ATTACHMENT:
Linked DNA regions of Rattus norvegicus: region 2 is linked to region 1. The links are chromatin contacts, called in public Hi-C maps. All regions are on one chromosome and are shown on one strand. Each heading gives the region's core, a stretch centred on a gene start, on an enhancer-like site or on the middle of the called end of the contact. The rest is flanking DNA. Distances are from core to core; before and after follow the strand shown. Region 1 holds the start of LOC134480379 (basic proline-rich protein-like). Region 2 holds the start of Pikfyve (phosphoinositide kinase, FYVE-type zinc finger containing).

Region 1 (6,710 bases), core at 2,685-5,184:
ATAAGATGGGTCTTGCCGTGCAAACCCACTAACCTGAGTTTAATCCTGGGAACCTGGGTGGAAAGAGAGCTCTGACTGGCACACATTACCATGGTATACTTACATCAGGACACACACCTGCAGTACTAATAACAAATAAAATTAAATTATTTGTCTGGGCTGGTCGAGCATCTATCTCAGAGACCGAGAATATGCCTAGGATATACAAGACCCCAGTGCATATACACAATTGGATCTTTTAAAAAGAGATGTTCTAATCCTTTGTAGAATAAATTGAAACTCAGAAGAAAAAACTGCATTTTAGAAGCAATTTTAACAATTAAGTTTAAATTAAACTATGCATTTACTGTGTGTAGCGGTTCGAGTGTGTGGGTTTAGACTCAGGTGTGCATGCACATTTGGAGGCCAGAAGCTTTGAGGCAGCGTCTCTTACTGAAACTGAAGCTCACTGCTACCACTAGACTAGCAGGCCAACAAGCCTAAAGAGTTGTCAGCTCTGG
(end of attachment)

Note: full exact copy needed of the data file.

Linked DNA regions of Rattus norvegicus: region 2 is linked to region 1. The links are chromatin contacts, called in public Hi-C maps. All regions are on one chromosome and are shown on one strand. Each heading gives the region's core, a stretch centred on a gene start, on an enhancer-like site or on the middle of the called end of the contact. The rest is flanking DNA. Distances are from core to core; before and after follow the strand shown. Region 1 holds the start of LOC134480379 (basic proline-rich protein-like). Region 2 holds the start of Pikfyve (phosphoinositide kinase, FYVE-type zinc finger containing).

Region 1 (6,710 bases), core at 2,685-5,184:
ATAAGATGGGTCTTGCCGTGCAAACCCACTAACCTGAGTTTAATCCTGGGAACCTGGGTGGAAAGAGAGCTCTGACTGGCACACATTACCATGGTATACTTACATCAGGACACACACCTGCAGTACTAATAACAAATAAAATTAAATTATTTGTCTGGGCTGGTCGAGCATCTATCTCAGAGACCGAGAATATGCCTAGGATATACAAGACCCCAGTGCATATACACAATTGGATCTTTTAAAAAGAGATGTTCTAATCCTTTGTAGAATAAATTGAAACTCAGAAGAAAAAACTGCATTTTAGAAGCAATTTTAACAATTAAGTTTAAATTAAACTATGCATTTACTGTGTGTAGCGGTTCGAGTGTGTGGGTTTAGACTCAGGTGTGCATGCACATTTGGAGGCCAGAAGCTTTGAGGCAGCGTCTCTTACTGAAACTGAAGCTCACTGCTACCACTAGACTAGCAGGCCAACAAGCCTAAAGAGTTGTCAGCTCTGG